Archer movements and why you need to do them right now

Unless you are a bodyweight training specialist, or calisthenics pro, then the chances are you haven’t heard of an Archer movement. Archer movements are cornerstone bodyweight exercise movement patterns for improving your strength, stamina and progressing to harder exercises. If you can do 20+ press ups and 10+ pull ups and want to take your training to the next level, then this is for you. If you are struggling to crack more than a handful of pull ups, check out our blog on improving your pull up game.

What does ‘Archer’ mean?

An Archer movement is an exercise where one arm stays straight, while the other bends. Much like an archer pulling the strings of their bow to fire an arrow: the front arm holds the bow, while the rear arm bends to pull back the strings.

 

Why are they good?

Archer movements place more emphasis and body mass on one limb – meaning they are harder than ‘regular’ movements. For example an archer press up means that one arm is taking the majority of the weight of the upper body, rather than equally distributed as in a normal press up. This means that you can improve your single arm strength, and progress to one-arm press ups more easily.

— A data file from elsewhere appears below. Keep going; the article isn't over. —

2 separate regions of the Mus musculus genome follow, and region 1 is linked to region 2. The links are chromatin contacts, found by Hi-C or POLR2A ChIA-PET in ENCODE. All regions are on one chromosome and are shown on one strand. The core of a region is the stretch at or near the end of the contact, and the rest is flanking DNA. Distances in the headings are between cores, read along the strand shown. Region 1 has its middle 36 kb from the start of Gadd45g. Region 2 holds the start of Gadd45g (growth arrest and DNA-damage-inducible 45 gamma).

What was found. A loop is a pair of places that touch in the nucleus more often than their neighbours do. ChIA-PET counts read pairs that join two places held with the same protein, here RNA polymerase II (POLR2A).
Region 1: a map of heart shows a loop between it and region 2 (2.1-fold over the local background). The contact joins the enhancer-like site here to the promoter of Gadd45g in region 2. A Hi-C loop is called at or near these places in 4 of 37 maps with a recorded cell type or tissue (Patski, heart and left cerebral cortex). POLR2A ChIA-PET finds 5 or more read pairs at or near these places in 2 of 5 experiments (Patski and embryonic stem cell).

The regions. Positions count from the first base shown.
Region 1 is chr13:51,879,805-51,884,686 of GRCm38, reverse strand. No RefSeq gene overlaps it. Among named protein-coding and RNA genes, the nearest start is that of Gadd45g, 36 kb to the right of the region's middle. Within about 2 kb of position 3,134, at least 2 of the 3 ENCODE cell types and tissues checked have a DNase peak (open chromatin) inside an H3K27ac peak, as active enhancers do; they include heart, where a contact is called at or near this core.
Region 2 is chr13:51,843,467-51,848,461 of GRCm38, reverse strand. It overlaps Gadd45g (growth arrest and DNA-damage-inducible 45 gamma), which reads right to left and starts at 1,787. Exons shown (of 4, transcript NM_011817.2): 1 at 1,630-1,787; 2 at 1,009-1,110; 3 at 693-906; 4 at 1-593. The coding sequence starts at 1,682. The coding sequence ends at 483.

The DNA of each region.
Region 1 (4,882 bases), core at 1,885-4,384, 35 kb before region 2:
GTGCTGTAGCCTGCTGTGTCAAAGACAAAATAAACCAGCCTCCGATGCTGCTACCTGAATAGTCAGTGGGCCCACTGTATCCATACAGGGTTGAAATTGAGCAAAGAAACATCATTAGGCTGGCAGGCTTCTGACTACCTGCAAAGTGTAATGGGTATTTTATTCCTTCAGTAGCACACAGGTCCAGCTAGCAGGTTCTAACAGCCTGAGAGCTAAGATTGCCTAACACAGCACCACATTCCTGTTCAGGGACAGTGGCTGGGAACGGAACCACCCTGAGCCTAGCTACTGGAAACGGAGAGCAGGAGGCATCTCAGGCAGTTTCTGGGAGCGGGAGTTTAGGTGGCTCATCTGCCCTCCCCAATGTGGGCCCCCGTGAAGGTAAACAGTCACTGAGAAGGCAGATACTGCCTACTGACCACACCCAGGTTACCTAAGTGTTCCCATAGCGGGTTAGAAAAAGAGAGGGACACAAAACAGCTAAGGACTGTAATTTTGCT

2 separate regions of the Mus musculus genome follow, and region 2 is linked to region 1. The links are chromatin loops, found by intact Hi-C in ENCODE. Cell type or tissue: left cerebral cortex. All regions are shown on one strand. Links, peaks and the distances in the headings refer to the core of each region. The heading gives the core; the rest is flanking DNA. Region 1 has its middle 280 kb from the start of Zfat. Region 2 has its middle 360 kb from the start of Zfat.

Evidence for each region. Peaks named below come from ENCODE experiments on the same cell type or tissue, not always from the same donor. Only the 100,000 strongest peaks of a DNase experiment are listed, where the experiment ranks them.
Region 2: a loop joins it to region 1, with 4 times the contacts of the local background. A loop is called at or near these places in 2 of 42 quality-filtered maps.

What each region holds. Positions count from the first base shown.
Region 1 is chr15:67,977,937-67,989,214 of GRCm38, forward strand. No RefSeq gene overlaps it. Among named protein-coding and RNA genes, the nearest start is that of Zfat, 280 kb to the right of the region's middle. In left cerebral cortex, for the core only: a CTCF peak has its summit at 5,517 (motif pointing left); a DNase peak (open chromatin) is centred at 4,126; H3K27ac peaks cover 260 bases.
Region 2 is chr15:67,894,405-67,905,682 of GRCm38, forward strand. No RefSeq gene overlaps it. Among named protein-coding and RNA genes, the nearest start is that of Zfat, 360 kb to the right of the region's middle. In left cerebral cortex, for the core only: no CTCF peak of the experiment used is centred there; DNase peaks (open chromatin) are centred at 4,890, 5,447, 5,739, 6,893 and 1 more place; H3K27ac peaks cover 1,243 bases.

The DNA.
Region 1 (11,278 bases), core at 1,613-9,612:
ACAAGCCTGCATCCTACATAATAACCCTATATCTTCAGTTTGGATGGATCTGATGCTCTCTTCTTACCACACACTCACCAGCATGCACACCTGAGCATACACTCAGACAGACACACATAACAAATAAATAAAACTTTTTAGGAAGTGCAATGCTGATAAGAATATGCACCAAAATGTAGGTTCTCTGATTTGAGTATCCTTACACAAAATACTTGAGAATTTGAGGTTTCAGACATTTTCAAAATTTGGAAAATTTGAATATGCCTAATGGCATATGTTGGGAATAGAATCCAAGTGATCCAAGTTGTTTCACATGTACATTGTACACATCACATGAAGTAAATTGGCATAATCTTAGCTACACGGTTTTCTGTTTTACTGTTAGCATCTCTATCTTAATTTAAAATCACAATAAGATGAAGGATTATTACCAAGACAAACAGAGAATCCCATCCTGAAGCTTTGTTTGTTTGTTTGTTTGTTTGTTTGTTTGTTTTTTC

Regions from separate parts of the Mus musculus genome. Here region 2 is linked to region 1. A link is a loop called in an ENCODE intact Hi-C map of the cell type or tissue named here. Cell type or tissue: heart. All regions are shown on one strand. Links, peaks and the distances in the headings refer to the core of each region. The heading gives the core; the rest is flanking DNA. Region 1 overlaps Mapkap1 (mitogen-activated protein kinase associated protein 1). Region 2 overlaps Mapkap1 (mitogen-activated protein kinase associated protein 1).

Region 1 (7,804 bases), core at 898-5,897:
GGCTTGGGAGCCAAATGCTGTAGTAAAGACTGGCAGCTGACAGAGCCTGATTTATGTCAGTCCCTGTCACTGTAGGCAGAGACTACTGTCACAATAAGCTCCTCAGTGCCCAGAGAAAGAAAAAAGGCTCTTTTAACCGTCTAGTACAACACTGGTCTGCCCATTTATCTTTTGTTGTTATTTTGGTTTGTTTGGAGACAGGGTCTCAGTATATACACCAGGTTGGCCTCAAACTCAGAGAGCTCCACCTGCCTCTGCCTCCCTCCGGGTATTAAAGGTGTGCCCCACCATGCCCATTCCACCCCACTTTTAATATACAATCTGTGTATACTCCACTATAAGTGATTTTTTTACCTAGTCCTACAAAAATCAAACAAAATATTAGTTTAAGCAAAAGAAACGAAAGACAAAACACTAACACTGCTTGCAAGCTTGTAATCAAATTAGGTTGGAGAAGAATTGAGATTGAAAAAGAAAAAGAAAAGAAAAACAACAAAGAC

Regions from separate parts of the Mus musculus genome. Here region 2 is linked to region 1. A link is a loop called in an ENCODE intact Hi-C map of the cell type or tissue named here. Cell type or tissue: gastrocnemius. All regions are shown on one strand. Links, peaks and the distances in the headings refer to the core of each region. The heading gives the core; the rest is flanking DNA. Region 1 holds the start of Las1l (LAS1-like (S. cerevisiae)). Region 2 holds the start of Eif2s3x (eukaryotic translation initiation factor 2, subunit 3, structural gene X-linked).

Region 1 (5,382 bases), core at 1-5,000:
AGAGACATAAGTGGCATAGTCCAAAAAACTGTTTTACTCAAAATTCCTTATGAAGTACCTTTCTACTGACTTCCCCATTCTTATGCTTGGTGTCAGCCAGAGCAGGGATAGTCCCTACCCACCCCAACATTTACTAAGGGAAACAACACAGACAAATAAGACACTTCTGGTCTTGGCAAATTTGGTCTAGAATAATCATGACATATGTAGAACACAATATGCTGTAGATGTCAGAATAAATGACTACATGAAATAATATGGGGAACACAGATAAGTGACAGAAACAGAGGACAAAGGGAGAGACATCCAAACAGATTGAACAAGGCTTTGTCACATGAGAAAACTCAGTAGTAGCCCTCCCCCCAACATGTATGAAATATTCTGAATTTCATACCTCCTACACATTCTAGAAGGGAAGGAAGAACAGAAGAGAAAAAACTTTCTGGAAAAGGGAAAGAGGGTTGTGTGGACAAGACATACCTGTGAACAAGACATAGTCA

How to control the movements and progress/regress exercises.

The aim for each archer exercise is to have your arms as wide as possible, this is the hardest variant as it places the most weight and stress on the working arm.

To begin, start with your hands at slightly wider than normal width, and focus on pulling or pushing to one side. This means your weight will be only slightly unevenly weighted. Then as you progress, set your hands slightly wider, placing more emphasis on the working arm.

Archers pull ups and press ups are the best way to progressing to one-arm pull ups and press ups.

Exercises:

Press ups

 

Archer Rows

Archer Pull ups

 

0

Start typing and press Enter to search

DON'T GO! HERE'S 15% OFF
Simply sign up to our mailing list and we will give
you 15% off your first order
JOIN TODAY
close-link